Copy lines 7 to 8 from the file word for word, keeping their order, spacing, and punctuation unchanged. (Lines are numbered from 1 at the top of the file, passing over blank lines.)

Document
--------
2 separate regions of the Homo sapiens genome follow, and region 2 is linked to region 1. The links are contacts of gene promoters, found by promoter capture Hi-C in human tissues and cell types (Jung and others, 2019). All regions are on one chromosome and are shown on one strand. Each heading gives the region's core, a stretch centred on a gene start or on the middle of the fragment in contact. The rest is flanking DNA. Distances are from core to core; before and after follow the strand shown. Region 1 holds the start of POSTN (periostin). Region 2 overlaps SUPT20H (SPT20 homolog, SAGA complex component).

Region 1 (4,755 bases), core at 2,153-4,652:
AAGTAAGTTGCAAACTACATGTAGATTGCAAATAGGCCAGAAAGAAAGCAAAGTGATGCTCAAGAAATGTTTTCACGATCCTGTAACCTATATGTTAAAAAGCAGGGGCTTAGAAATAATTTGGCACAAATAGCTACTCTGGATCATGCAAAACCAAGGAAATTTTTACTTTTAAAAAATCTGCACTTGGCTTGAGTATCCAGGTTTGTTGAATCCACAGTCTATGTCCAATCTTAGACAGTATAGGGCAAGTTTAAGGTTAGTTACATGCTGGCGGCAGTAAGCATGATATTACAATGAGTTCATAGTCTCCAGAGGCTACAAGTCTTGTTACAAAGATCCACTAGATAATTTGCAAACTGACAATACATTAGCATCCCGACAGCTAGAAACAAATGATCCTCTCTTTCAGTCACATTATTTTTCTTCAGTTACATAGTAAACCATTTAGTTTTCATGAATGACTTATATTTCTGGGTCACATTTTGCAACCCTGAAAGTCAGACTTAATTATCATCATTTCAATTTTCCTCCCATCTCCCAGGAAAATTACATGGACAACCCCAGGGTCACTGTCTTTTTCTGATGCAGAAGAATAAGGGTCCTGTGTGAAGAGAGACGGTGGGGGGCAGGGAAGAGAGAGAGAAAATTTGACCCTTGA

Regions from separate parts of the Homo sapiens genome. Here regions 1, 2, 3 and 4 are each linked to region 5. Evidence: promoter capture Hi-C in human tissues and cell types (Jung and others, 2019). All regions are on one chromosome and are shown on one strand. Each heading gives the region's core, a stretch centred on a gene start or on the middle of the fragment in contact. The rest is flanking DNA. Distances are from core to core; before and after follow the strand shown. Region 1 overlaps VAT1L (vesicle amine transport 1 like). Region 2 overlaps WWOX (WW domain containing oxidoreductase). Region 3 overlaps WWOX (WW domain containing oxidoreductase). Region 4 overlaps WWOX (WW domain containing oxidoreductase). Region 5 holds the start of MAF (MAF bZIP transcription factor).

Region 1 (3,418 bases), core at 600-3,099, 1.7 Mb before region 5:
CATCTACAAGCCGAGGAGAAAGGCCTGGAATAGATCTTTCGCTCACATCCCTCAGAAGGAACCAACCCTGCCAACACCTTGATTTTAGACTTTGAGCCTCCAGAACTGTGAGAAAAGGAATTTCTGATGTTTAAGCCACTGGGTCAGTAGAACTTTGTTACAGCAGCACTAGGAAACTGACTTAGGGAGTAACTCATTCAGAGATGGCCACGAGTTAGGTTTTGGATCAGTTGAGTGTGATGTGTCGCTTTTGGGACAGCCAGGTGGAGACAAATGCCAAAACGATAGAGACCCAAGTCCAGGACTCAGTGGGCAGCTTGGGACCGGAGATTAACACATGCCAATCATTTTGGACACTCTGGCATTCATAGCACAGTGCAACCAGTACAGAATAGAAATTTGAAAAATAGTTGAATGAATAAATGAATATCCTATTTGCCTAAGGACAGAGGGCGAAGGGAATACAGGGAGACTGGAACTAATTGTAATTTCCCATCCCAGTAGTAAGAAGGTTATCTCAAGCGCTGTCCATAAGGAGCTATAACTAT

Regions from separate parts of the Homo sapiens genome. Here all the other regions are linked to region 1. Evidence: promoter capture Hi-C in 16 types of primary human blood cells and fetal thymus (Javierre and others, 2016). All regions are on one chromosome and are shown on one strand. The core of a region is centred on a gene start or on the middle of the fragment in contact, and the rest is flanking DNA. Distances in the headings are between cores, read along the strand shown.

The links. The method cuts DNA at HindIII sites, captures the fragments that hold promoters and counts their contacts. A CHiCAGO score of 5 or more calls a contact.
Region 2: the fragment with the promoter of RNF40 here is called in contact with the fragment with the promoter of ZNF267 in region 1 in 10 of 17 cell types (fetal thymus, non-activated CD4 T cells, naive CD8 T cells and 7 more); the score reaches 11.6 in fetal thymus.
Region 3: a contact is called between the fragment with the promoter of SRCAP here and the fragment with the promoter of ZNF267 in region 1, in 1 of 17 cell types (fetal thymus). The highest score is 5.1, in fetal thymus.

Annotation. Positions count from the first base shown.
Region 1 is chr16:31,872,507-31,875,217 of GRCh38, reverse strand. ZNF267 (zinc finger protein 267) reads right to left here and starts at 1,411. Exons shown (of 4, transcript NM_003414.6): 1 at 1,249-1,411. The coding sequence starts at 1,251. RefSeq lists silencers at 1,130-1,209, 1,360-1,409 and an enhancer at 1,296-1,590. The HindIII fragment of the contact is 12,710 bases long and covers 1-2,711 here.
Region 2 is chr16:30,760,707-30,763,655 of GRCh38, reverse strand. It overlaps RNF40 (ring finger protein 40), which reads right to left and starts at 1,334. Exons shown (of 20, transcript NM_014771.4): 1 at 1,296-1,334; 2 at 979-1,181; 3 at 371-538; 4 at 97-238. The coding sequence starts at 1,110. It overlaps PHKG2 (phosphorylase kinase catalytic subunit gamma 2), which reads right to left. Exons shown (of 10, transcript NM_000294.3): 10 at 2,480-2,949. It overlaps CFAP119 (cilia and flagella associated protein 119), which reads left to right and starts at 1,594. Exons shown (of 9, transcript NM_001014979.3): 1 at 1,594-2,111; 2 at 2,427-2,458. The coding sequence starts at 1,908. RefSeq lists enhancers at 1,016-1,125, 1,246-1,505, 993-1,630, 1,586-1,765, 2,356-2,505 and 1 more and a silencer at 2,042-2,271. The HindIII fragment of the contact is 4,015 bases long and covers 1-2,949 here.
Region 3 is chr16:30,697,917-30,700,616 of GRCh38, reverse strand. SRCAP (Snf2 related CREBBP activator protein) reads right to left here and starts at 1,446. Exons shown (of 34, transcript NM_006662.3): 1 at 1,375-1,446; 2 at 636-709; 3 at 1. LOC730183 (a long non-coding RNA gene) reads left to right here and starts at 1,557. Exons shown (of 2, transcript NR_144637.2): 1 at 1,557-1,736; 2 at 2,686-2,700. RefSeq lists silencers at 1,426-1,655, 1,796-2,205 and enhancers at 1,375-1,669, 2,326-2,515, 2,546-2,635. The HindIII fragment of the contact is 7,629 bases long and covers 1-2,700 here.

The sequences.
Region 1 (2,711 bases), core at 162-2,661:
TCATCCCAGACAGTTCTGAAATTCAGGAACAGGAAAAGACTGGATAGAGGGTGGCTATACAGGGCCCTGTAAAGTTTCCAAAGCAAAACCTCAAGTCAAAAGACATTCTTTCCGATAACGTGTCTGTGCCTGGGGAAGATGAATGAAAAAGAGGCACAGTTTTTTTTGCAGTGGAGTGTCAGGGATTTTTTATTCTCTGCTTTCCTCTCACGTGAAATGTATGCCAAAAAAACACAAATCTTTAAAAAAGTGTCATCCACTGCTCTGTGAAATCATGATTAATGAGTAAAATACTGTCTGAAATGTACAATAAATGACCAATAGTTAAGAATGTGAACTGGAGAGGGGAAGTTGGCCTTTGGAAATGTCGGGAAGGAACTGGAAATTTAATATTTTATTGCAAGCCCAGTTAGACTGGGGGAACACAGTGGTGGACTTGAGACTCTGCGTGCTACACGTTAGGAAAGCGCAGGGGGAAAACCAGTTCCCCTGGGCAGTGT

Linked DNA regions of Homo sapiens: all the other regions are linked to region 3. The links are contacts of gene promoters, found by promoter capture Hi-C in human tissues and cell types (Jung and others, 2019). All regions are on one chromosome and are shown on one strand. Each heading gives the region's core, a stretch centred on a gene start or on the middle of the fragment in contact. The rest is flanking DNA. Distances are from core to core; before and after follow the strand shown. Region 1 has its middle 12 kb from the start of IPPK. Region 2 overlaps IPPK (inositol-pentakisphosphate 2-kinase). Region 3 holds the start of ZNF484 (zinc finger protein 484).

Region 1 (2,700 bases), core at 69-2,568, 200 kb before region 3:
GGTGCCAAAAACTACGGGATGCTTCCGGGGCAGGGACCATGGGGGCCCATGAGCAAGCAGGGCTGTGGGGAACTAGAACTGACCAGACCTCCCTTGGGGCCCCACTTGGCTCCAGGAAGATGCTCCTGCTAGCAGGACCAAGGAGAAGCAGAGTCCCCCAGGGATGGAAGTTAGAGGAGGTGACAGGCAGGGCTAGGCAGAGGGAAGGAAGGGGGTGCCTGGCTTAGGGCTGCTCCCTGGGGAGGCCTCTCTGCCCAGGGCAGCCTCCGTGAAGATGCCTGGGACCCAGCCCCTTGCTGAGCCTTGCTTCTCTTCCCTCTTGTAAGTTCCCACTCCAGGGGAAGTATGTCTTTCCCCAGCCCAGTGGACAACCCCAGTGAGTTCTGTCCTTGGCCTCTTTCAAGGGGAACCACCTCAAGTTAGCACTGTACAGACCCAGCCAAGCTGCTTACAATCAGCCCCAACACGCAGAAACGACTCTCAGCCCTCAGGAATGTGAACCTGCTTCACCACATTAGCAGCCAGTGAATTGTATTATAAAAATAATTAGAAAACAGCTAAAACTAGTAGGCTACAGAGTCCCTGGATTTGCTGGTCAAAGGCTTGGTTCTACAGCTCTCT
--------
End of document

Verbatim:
Regions from separate parts of the Homo sapiens genome. Here all the other regions are linked to region 1. Evidence: promoter capture Hi-C in 16 types of primary human blood cells and fetal thymus (Javierre and others, 2016). All regions are on one chromosome and are shown on one strand. The core of a region is centred on a gene start or on the middle of the fragment in contact, and the rest is flanking DNA. Distances in the headings are between cores, read along the strand shown.

The links. The method cuts DNA at HindIII sites, captures the fragments that hold promoters and counts their contacts. A CHiCAGO score of 5 or more calls a contact.